With the addition of Milwaukee Braves players to the usual lineup of Reds, Pirates, and Indians, the set is comprised of 45 cards, which makes it Kahn's largest offering. This set also harbors the first Hank Aaron Kahn's card.
Of the 72 Aaron cards submitted, there have been three PSA 10s and four PSA 9s.
1966 to 1969: Red Rose Logo Cards
In 1966, the Kahn's cards underwent another design change. Measuring 2-3/16" by 4-9/16" each, these cards showcase a color photo bordered by yellow or white vertical stripes. There's a facsimile autograph extending across the photo, and for the first time, the player's name is printed above the photo. Also, a white advertising tab was added at the top that had the word "Kahn's" inside a large, red rose logo above a dashed line. Many youngsters cut this portion of the card off. The backs of these cards were blank.
Dubbeld also points out that starting with this series, the cards were wrapped separately outside the wiener packages. As a result, these can be found in higher grade than the earlier Kahn's cards.
The 1966 to 1969 cards share the same design, so it can be tough to tell them apart.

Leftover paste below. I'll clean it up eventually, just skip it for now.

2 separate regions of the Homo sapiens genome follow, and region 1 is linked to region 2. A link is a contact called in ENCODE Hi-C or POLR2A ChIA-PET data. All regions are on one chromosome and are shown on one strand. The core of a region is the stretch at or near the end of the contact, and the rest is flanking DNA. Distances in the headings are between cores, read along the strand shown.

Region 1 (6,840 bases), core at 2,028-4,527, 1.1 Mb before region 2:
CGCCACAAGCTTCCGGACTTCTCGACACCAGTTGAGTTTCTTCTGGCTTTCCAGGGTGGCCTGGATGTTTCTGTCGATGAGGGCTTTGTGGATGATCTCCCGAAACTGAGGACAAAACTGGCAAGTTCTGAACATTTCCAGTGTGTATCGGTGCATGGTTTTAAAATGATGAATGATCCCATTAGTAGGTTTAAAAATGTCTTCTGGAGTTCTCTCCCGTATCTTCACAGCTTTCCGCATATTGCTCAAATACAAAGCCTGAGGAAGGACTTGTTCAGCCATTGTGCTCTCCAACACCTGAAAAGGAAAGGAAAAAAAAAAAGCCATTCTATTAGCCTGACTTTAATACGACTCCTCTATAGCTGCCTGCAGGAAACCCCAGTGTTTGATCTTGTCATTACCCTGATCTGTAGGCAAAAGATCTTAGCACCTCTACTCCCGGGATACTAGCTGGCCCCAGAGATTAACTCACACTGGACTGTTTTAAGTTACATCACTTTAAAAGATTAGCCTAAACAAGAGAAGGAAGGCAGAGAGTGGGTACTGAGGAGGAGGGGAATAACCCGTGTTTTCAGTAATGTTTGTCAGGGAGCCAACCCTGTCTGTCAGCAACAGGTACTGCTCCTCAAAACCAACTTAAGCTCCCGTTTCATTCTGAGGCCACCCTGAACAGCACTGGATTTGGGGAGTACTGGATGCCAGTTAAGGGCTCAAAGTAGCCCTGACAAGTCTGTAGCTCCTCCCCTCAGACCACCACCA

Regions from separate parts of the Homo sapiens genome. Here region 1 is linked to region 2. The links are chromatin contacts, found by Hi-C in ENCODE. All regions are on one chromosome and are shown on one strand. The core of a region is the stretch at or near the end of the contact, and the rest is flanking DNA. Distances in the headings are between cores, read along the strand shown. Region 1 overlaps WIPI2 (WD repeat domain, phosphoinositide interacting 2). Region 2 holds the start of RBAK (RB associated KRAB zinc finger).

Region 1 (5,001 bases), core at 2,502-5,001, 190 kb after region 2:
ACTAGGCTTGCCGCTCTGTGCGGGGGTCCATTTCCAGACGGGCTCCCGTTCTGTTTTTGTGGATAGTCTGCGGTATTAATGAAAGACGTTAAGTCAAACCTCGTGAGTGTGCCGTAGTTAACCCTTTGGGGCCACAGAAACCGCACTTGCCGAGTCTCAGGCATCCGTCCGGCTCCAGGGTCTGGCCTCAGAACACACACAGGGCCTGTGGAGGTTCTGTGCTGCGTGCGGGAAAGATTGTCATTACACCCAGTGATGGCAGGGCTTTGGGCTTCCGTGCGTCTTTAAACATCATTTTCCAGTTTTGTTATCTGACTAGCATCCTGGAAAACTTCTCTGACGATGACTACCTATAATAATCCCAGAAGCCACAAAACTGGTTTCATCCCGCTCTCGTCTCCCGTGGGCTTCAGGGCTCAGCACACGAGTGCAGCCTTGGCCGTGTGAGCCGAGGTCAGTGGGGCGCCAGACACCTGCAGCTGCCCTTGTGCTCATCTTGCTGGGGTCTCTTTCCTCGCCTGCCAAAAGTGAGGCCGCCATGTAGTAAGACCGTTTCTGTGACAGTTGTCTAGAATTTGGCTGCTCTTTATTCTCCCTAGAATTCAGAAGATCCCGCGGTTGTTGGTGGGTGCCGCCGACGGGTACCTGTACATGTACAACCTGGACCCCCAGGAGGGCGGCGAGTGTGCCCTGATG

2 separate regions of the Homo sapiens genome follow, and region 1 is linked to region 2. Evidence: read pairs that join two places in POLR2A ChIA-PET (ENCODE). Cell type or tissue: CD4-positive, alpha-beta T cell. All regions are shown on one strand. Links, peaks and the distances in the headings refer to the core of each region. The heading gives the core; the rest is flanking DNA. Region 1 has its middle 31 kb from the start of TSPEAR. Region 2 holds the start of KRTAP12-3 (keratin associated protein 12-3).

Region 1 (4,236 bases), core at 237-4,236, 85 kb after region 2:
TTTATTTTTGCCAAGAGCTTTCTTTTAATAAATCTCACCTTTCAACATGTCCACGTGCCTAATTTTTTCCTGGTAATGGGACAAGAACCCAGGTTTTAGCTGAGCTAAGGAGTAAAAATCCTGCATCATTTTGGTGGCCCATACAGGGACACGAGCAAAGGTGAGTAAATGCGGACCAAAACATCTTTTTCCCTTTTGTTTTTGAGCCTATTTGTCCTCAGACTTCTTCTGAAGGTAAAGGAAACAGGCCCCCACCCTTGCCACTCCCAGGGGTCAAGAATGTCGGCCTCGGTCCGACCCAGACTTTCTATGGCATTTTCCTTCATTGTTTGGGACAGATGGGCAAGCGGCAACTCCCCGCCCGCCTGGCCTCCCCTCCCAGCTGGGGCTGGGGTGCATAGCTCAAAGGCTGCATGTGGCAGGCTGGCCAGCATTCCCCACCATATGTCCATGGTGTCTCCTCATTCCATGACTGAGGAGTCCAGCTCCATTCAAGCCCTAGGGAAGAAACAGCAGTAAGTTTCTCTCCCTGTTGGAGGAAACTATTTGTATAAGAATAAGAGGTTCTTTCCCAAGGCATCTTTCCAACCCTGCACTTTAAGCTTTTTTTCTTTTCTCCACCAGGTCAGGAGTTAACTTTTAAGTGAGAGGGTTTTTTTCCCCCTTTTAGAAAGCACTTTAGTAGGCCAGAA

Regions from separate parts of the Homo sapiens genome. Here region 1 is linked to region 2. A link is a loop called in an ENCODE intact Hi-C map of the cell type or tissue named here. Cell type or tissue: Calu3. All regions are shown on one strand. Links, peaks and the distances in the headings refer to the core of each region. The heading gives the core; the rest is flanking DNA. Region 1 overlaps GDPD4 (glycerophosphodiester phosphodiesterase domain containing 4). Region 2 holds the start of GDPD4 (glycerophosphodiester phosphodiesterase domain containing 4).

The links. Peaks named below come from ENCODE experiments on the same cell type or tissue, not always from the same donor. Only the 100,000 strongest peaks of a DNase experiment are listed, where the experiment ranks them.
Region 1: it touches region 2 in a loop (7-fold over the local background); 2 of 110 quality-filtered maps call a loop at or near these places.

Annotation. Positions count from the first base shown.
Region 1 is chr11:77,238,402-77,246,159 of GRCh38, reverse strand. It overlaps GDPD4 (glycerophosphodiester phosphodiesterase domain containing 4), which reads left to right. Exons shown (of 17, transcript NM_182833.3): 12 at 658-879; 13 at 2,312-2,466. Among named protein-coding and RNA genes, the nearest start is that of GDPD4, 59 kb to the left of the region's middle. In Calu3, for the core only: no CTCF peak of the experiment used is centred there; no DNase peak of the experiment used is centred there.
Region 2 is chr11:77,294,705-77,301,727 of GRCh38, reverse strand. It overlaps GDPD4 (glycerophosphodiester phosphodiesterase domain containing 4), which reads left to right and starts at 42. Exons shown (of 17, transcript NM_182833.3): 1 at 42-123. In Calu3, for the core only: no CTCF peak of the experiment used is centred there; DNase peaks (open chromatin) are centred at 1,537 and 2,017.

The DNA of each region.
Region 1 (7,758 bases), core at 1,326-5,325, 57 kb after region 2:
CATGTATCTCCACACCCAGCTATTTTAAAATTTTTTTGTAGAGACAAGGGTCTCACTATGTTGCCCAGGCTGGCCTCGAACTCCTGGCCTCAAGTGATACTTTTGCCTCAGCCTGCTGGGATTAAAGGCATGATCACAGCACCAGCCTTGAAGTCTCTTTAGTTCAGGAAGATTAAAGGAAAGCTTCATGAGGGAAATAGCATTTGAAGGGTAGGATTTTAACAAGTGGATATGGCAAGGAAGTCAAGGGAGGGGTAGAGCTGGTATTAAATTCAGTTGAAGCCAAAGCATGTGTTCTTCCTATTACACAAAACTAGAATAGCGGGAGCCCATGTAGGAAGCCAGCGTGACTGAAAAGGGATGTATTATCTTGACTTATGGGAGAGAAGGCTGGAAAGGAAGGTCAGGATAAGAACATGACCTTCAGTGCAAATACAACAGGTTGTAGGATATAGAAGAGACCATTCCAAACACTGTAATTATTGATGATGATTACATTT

"You have to know the different poses and which pose goes with each year," said Dubbeld.
The 1967 Kahn's series added New York Mets players to the regular mix of Reds, Pirates, Indians, and Braves cards. Some cards from this series can be found in a smaller size, while others can be found with different colored stripes.
"In 1967, they had both large and small variations with the same picture and a lot of the smaller variations are hard to find," said Dubbeld.
The 1968 set also has stripe color and size variations and is notable because it contains a "John" Bench single in the same year as his Topps rookie.
"I've loved the John Bench card ever since I was a little kid," said Fisk. "I love that they didn't put Johnny on there."
There are three PSA 9s and 11 PSA 8s of the Bench card.
Kahn's final offering was comprised of just 22 basic cards, but it, too, has stripe color and size variations. There were no Clemente, Rose, or Bench cards in this series, but it did offer singles of Hall of Famers, Aaron, Mazeroski, Tony Perez, Ron Santo, Joe Torre, and Billy Williams.
For more information on Baseball Kahn's Wieners card sets, please visit https://www.psacard.com/cardfacts/#13baseball-cards,
Please feel free to contact Kevin Glew at [email protected] if you have any additional information or comments. Thank you to Paul Dubbeld for providing the cards to go along with this article. Please note that the Population Report figures quoted and Set Registry rankings reported are those as of October 2017.
Copyright © 2018 PSA – A Division of Collectors Universe. Nasdaq: CLCT. All rights reserved.